City officials talk about nuisance code lettersCity leaders aim to start dialogue; business owners dispute handling of issue.
By: Chris Mueller, The Daily Republic
While Mitchell City Councilman Greg McCurry said the city’s nuisance code enforcement is about being “good neighbors,” some downtown business owners seem to think the city could be a bit more neighborly when notifying them of violations.
Local business owners were given the opportunity to discuss and ask questions about the city’s nuisance codes at a seminar Thursday evening at Mitchell Technical Institute’s south campus amphitheater. The event was hosted by Mitchell Code Enforcement Officer Jeff Lanning and Mitchell Main Street & Beyond. About 20 people attended the seminar.
“It is just another way to make sure that Mitchell is the best town possible,” McCurry said. McCurry is the city’s liaison with Mitchell Main Street & Beyond.
The seminar comes just a few weeks after the city sent out 35 nuisance letters to Main Street businesses. Owners were given 14 days to contact Lanning’s office with plans to fix the violations, most of which were minor cosmetic issues, such as peeling paint or cracked windows. If the problems aren’t fixed, property owners can be subject to fines or jail time.
“I think we could do away with most of these (nuisance codes) and go back to good neighbors,” said Justin Morrison, who co-owns Dr. Lucky’s Bar & Grill. He and fellow co-owners Elizabeth Morrison and Mike Pierson attended the event. They received one of the 35 nuisance letters for issues with windows on the upper floors of their business.
“It’s just frustrating,” he said. Morrison felt the city should deal with nuisance codes violations “on a more personal basis,” rather than send out letters.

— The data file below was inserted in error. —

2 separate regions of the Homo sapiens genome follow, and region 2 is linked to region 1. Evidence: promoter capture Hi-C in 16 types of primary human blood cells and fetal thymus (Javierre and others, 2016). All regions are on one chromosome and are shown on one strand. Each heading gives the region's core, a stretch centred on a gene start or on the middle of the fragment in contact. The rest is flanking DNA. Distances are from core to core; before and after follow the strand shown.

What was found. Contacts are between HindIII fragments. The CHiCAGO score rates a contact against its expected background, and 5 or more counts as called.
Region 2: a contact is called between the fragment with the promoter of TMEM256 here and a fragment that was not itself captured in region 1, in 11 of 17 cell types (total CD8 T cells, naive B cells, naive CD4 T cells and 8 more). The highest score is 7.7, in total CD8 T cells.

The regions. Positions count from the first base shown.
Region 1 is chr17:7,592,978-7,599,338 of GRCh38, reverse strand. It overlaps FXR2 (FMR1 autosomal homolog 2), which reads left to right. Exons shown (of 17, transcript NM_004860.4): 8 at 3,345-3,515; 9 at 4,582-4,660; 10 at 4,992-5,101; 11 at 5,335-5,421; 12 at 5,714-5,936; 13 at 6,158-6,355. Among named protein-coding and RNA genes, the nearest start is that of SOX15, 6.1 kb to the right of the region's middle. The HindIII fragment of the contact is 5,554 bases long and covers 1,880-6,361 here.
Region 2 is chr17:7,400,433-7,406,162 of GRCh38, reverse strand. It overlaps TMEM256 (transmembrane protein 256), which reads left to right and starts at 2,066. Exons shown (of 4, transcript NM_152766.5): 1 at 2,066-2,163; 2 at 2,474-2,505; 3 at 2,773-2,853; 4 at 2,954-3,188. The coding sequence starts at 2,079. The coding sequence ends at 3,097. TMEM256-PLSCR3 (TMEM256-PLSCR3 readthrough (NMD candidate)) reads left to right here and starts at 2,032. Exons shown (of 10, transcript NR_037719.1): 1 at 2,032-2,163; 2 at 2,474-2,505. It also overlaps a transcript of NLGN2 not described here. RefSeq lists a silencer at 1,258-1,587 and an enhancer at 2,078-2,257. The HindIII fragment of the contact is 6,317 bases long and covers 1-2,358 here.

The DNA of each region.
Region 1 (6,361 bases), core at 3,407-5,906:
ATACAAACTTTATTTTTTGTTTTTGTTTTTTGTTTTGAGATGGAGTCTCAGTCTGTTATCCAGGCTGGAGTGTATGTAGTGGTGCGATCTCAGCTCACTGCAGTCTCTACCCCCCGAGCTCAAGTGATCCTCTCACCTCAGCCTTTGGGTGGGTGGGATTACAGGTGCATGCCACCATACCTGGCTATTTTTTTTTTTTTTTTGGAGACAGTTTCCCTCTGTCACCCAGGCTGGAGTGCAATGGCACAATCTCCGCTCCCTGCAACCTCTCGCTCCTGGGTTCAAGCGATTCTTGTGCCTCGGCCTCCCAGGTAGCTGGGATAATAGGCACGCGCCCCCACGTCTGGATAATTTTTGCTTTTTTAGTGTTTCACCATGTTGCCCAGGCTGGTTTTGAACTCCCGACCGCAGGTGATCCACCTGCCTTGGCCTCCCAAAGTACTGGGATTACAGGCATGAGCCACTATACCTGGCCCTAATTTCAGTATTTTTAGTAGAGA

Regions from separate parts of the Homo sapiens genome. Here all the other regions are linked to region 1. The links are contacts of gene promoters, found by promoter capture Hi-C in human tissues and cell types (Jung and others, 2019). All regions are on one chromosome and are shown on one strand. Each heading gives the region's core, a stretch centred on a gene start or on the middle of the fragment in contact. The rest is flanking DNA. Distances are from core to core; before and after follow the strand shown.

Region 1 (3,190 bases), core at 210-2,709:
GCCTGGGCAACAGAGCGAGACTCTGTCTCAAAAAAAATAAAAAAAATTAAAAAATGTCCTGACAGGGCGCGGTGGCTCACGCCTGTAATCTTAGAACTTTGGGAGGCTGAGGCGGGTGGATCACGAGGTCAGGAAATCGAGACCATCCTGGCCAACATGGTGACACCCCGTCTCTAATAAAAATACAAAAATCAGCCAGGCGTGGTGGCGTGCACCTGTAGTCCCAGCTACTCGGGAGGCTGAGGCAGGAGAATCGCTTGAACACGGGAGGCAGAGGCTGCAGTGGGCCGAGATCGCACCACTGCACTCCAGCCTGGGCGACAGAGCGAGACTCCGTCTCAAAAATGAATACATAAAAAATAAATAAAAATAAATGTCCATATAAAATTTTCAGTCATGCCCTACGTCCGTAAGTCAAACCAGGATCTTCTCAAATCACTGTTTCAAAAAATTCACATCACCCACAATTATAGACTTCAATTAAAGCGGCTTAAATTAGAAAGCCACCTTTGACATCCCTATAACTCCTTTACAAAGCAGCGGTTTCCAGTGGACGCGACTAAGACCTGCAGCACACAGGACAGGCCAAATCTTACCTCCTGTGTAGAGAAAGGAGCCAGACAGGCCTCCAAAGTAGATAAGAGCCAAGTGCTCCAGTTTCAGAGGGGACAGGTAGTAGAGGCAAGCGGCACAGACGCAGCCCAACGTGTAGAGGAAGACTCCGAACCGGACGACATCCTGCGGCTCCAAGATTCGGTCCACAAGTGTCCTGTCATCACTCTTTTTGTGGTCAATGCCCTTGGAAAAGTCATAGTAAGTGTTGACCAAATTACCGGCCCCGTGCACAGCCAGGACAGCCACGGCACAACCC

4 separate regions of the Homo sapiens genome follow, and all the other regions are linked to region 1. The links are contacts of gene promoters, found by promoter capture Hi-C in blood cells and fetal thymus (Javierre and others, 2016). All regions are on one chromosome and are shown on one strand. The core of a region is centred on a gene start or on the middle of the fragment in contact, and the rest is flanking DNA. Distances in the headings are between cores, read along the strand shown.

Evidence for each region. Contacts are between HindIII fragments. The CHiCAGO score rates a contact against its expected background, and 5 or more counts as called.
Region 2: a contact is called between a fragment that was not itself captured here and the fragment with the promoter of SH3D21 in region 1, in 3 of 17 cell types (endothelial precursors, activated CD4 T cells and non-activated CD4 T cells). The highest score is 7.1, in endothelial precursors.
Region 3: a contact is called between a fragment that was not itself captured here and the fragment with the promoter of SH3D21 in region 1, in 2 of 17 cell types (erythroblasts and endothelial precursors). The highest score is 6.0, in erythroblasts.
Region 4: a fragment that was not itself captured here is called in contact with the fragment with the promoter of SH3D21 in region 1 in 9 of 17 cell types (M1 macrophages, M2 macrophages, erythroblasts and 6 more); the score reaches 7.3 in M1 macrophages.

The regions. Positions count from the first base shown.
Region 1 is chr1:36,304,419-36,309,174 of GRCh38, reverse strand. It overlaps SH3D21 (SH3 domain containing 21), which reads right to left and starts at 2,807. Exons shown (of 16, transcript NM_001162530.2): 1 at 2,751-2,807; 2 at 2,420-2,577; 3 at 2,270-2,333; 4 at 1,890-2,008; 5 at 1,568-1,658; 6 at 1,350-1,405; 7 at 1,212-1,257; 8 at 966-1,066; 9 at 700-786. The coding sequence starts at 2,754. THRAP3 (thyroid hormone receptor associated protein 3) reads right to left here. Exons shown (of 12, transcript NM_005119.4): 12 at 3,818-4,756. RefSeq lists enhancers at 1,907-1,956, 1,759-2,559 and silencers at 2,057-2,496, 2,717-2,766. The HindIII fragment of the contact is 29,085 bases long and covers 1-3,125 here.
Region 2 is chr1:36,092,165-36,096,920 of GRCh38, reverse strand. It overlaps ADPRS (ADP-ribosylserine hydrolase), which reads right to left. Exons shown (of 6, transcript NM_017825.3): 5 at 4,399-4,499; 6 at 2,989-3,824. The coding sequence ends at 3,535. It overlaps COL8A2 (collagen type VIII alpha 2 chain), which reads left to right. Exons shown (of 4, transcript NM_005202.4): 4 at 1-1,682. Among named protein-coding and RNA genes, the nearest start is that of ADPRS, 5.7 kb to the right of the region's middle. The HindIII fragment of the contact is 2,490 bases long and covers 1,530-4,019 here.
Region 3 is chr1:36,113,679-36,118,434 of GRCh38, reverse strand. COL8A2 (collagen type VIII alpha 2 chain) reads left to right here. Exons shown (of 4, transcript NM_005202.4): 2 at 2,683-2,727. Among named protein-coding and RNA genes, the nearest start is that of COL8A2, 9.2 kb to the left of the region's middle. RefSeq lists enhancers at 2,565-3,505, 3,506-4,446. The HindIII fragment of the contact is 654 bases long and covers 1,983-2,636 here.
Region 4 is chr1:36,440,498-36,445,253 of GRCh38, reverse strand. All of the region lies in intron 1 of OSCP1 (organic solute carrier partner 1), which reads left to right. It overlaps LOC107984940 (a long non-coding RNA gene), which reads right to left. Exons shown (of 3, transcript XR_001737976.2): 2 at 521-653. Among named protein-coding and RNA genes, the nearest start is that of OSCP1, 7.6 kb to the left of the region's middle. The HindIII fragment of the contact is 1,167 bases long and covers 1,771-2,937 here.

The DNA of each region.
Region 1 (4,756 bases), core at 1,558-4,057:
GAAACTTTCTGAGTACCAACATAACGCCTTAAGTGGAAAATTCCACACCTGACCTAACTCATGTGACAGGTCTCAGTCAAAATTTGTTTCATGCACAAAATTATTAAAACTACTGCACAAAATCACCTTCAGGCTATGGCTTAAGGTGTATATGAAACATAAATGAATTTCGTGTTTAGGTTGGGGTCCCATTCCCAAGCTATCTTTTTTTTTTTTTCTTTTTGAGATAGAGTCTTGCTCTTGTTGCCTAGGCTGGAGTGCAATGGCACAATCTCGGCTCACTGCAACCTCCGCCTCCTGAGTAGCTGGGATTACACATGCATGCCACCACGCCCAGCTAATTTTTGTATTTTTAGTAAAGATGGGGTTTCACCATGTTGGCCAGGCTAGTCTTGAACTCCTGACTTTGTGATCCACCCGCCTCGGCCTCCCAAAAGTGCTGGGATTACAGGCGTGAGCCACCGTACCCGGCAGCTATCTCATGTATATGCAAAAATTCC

By sending out the nuisance letters, McCurry explained, the city was only following the procedures required by law.
“I would love it if we could go out and talk to people,” he said. “That’s not the way government is set up.”
Both McCurry and Lanning admitted the city can make improvements in how it deals with nuisance code violations, and both called the recent events a “learning process.”
“We’re going to work with property owners,” Lanning said. “That’s not a problem. We just wanted to bring these issues forward.”
Morrison was also concerned that the city was forcing him to spend money on aesthetic improvements, when the funds could better be used to improve his business in other ways.
“Let us decide how best to spend our money,” he said.
Pierson agreed, saying he couldn’t justify spending money on fixing upper-level windows when the money could be better invested elsewhere.
“Bring more business downtown,” he said. “That’s what I want to see.”
Mayor Ken Tracy, who was in attendance, said starting a discussion between the city and its business owners was the city’s ultimate goal.
“The problem didn’t happen overnight and it won’t be corrected overnight,” he said. “We just wanted to start a dialogue.”